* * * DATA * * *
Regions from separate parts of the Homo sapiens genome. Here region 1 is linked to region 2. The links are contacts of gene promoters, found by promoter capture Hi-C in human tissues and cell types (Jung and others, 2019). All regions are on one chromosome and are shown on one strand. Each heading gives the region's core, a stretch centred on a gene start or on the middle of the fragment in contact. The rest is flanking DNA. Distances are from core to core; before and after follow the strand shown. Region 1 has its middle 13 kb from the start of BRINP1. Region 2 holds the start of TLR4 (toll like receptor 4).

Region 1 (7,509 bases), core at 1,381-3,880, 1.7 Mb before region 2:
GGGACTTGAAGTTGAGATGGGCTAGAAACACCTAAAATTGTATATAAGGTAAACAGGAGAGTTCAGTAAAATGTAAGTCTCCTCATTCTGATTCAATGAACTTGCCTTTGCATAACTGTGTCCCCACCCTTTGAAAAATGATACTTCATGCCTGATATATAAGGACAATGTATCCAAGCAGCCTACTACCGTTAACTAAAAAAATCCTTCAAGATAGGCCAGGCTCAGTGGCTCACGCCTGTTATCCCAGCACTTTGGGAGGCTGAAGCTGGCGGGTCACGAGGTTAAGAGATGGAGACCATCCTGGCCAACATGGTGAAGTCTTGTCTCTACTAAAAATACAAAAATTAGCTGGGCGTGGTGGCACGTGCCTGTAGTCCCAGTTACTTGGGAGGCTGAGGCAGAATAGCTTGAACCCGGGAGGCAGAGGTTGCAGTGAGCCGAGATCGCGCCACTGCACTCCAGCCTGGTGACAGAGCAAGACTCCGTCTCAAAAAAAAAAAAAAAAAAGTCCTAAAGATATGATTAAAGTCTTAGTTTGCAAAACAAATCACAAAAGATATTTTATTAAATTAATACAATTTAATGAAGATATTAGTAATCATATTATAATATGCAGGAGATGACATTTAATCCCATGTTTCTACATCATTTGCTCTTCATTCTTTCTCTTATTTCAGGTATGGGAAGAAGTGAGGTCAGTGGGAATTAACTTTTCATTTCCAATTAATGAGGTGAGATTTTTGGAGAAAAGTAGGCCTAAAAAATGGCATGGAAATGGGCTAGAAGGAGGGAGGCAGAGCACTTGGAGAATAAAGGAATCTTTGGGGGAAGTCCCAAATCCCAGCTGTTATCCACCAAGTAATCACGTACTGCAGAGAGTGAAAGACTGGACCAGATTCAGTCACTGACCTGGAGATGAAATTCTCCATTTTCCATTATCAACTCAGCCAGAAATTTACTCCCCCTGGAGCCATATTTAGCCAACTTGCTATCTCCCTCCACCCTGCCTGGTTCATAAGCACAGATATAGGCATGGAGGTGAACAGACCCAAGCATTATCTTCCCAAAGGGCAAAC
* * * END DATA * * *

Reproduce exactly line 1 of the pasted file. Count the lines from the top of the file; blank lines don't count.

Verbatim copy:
Regions from separate parts of the Homo sapiens genome. Here region 1 is linked to region 2. The links are contacts of gene promoters, found by promoter capture Hi-C in human tissues and cell types (Jung and others, 2019). All regions are on one chromosome and are shown on one strand. Each heading gives the region's core, a stretch centred on a gene start or on the middle of the fragment in contact. The rest is flanking DNA. Distances are from core to core; before and after follow the strand shown. Region 1 has its middle 13 kb from the start of BRINP1. Region 2 holds the start of TLR4 (toll like receptor 4).